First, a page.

Weekend Open Thread

“Those who plot the destruction of others often perish in the attempt.”


44 Community Comments, Facebook Comments

  1. mamajama55 says:

    While the 47 not-technically-traitors mull over the wisdom of undermining nuclear negotiations with Iran, real people from Colorado are in the line of fire.

    KKTV’s “Colorado Heroes” notes that a US soldier was wounded in Baghdad.

    Ebola-fighting soldiers returned to Fort Carson from Africa.

    4,000 troops from Fort Carson are deployed in Kuwait, and hope to help hold ISIS from taking more territory.

    Iraqi soldiers are close to taking Tikrit back from ISIS.

    Just a little dose of reality to push AC’s latest “Grandma” snark further down the page.

  2. Diogenesdemar says:

    Happy PI day everyone . . . 

    (If that allusion escapes you then it’s a pretty good bet that the three things you hate most are math . . . )

  3. DawnPatrol says:

    Crap continues to rain down on the #47Traitors (including Con Man Cory Gardner), and especially/deservedly on their showboating POS teabagger ringleader:


    As the pic atop the piece demonstrates, Cotton is one homely, stupid-looking, geeky bastard. His ugliness radiates from the inside, out.

  4. notaskinnycook says:

    He looks like the president of his high school Young Republicans club. You know, they guys who can’t get a second date to save their lives because they bore the poor girl silly explaining why trickle-down theory really does work.

  5. FrankUnderwood says:

    How exciting!  The state GOP gets a new chair and Bristol Pailin announces her engagement all on the same day!  She is marrying Dakota Meyer. No word on whether Levi Johnson will be invited to the wedding.

  6. MichaelBowman says:

    Here’s a long but worthwhile article on the politics of oil reserves…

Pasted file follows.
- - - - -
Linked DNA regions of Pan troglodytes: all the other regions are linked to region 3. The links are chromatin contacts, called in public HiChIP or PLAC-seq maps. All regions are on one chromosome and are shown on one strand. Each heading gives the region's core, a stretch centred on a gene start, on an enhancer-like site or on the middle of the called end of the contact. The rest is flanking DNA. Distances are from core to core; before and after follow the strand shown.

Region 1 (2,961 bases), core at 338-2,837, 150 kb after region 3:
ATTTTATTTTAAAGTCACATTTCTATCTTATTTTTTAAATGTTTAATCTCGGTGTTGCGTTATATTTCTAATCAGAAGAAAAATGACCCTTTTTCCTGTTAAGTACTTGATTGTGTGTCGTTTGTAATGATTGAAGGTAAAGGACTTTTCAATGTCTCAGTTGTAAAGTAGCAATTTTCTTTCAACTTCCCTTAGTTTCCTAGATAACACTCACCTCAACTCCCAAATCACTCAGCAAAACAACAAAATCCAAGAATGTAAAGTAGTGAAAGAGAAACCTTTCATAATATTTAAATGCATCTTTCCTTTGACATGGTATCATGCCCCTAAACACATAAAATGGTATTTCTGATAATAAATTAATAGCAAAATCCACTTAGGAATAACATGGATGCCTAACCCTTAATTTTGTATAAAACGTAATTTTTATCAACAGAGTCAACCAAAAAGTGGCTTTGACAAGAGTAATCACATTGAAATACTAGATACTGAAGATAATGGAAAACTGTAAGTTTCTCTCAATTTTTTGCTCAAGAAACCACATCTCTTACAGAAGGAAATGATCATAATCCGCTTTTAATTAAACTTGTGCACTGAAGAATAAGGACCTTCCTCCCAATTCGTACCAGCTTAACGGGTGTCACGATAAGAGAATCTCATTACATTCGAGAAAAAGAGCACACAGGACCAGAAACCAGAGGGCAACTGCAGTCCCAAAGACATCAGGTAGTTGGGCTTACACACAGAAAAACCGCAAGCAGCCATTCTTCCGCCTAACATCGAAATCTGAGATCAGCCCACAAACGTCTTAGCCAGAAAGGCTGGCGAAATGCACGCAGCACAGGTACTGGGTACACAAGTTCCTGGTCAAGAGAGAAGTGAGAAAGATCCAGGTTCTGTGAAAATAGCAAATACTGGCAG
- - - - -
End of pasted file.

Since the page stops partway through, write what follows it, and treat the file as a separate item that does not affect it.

Historic moment: Saudi Arabia sees end of Oil Age Coming and opens valves on the carbon bubble

    But in a world where a producer sees the end of its market on the horizon, then every barrel sold at a profit is more valuable than a barrel that will never be sold.

    • mamajama55 says:

      Michael, I read it twice, then resorted to Yahoo finance for the lower financial IQ version.

      If I’m understanding it, the WSJ author Elias Hinckley claims that Saudi Arabian oil producers are keeping production high because they see that in the near future, their oil stocks won’t be worth much. So they’re “riding a bubble” that will soon burst. Low oil prices are better than not being able to sell oil at all.

      They may also be motivated by humanitarian or environmental desires to not see catastrophic climate change; and for that to happen, 2/3 of oil and other fossil fuels need to stay in the ground.

      The real cognitive dissonance here is that we’ve all been raised so long on the stereotype of the rich, uncaring oil Sheiks. It is the basis for much Islamophobia and racist Muslim-baiting. 

      If instead, Saudi oil producers are more savvy about the future, and more caring about global welfare than we are, the bubble that’s bursting will be the Pop! of decades of stereotypes about Arab Oil Moguls.

  7. BlueCat says:

    More bad news for the letter fans. Before the letter Obama’s RCP average approval was slipping slowly but surely after having made a nice gain earlier in the year. Since, it’s on its way up again. Looks like the 47 dumb, dumber and dumberest have pretty much screwed the pooch on  the political and foreign policy muscle front on this one.  The administration is under less pressure than before, Dems are reconsidering supporting legislation that once had enough support to over-ride a veto, the Iranians seem to be the only ones to consider it a joke, albeit a puerile, ignorant one, the international community and most of the American political community consider the 47 to be idiots at best with the left leaning toward the traitor side of the best to worst spectrum and a trend advantageous to the right in Obama’s numbers has been reversed. High fives all round, righties?

    I’m sure any defense from modster will incude the words “e-mail” and “Benghazi” and any from AC will come in the form of an inane and irrelevant cartoon.

    • Conserv. Head Banger says:

      You wanted the words “e-mail” and Benghazi.”  Here you are.  Regards,  C.H.B.

    • Andrew Carnegie says:


      In the grand scheme of things, the letter will hurt the Republicans in 2016 about as much as the government shut down hurt them in 2014.  They picked up 9 US Senate seats as I remember after that alleged disaster..